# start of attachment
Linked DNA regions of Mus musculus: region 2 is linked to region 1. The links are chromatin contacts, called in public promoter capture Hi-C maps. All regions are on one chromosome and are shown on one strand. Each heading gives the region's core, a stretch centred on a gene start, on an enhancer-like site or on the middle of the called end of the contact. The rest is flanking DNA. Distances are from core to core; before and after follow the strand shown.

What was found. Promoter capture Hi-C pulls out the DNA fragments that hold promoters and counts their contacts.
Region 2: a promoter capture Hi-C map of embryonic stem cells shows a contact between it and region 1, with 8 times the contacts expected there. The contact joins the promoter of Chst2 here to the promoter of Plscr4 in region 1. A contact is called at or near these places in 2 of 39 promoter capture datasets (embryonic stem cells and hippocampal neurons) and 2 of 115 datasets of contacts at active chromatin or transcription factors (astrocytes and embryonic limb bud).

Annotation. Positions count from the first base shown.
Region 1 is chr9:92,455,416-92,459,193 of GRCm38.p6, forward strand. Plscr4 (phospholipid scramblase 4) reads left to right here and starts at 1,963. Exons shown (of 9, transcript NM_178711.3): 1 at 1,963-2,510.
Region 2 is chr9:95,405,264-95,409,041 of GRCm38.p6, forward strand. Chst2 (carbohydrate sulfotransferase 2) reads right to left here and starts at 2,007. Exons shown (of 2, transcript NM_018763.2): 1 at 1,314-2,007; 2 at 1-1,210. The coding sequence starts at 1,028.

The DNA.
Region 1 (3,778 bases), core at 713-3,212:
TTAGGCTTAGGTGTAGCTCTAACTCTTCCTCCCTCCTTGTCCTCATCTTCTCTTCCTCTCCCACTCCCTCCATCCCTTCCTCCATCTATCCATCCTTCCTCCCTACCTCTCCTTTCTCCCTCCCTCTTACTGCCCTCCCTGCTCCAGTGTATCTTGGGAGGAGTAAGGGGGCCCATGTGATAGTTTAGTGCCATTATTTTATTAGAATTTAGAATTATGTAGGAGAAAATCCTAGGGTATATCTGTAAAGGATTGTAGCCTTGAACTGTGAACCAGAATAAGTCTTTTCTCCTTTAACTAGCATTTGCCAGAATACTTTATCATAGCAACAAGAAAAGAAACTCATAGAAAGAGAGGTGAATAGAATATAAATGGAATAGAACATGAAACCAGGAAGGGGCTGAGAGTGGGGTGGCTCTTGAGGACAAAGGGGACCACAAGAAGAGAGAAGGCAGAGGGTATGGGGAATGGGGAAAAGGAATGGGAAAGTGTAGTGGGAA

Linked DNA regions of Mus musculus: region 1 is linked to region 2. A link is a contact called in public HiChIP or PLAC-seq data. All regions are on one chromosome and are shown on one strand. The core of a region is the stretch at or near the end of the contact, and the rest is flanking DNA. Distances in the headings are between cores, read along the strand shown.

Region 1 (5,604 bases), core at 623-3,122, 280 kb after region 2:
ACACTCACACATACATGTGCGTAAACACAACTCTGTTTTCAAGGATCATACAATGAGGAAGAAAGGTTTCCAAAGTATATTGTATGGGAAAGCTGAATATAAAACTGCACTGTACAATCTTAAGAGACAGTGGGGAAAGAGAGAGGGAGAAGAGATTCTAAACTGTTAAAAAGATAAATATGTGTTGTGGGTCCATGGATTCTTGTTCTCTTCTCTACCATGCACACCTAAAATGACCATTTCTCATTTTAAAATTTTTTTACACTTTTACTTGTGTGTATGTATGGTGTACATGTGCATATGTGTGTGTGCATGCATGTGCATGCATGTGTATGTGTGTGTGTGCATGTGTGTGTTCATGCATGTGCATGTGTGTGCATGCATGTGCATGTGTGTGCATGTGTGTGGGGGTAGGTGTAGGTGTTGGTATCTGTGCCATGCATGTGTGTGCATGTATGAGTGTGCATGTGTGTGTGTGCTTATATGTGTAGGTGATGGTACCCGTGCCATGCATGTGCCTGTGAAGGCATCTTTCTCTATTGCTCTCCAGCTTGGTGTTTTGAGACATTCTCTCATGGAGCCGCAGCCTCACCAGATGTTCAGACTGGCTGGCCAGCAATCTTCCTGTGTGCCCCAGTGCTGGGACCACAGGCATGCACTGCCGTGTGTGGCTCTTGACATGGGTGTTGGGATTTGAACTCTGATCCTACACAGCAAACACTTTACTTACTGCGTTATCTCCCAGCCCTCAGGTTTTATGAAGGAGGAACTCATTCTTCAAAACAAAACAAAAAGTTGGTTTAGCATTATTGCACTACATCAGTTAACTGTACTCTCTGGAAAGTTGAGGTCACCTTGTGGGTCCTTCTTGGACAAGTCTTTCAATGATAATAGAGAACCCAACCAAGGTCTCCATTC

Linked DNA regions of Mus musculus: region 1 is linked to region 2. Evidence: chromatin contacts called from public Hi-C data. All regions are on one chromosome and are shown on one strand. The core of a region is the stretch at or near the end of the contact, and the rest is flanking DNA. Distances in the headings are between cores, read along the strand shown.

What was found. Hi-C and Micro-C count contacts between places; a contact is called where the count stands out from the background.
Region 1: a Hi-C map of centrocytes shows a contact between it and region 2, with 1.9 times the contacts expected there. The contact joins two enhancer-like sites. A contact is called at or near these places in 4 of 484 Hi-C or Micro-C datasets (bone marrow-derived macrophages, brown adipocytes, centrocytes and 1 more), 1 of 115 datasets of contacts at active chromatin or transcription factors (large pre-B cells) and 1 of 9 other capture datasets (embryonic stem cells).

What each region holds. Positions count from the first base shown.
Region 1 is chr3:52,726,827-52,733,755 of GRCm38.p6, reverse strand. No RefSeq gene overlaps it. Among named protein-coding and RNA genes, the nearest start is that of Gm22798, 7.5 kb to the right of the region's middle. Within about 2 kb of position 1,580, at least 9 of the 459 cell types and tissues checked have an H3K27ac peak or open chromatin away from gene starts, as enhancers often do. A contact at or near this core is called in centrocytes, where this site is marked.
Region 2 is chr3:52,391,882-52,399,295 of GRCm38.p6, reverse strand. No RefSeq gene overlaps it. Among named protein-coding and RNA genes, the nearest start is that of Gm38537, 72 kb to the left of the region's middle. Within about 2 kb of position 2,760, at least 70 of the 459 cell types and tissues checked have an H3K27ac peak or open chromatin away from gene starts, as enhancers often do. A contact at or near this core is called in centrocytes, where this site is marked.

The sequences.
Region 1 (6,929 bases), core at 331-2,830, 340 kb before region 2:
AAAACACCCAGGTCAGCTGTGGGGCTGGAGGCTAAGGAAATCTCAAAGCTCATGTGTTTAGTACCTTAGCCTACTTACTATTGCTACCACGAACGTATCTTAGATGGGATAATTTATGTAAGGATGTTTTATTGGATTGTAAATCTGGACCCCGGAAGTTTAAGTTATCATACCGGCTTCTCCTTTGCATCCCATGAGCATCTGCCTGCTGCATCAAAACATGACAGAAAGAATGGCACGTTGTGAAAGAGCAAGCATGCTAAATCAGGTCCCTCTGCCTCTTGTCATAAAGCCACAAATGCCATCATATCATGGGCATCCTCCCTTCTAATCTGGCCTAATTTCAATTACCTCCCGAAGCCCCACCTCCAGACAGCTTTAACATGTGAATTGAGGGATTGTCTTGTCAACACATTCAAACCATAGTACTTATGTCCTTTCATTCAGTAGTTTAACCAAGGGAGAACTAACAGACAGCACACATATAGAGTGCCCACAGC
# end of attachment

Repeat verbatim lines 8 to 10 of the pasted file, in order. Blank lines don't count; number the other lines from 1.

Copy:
Region 1 (3,778 bases), core at 713-3,212:
TTAGGCTTAGGTGTAGCTCTAACTCTTCCTCCCTCCTTGTCCTCATCTTCTCTTCCTCTCCCACTCCCTCCATCCCTTCCTCCATCTATCCATCCTTCCTCCCTACCTCTCCTTTCTCCCTCCCTCTTACTGCCCTCCCTGCTCCAGTGTATCTTGGGAGGAGTAAGGGGGCCCATGTGATAGTTTAGTGCCATTATTTTATTAGAATTTAGAATTATGTAGGAGAAAATCCTAGGGTATATCTGTAAAGGATTGTAGCCTTGAACTGTGAACCAGAATAAGTCTTTTCTCCTTTAACTAGCATTTGCCAGAATACTTTATCATAGCAACAAGAAAAGAAACTCATAGAAAGAGAGGTGAATAGAATATAAATGGAATAGAACATGAAACCAGGAAGGGGCTGAGAGTGGGGTGGCTCTTGAGGACAAAGGGGACCACAAGAAGAGAGAAGGCAGAGGGTATGGGGAATGGGGAAAAGGAATGGGAAAGTGTAGTGGGAA

Linked DNA regions of Mus musculus: region 1 is linked to region 2. A link is a contact called in public HiChIP or PLAC-seq data. All regions are on one chromosome and are shown on one strand. The core of a region is the stretch at or near the end of the contact, and the rest is flanking DNA. Distances in the headings are between cores, read along the strand shown.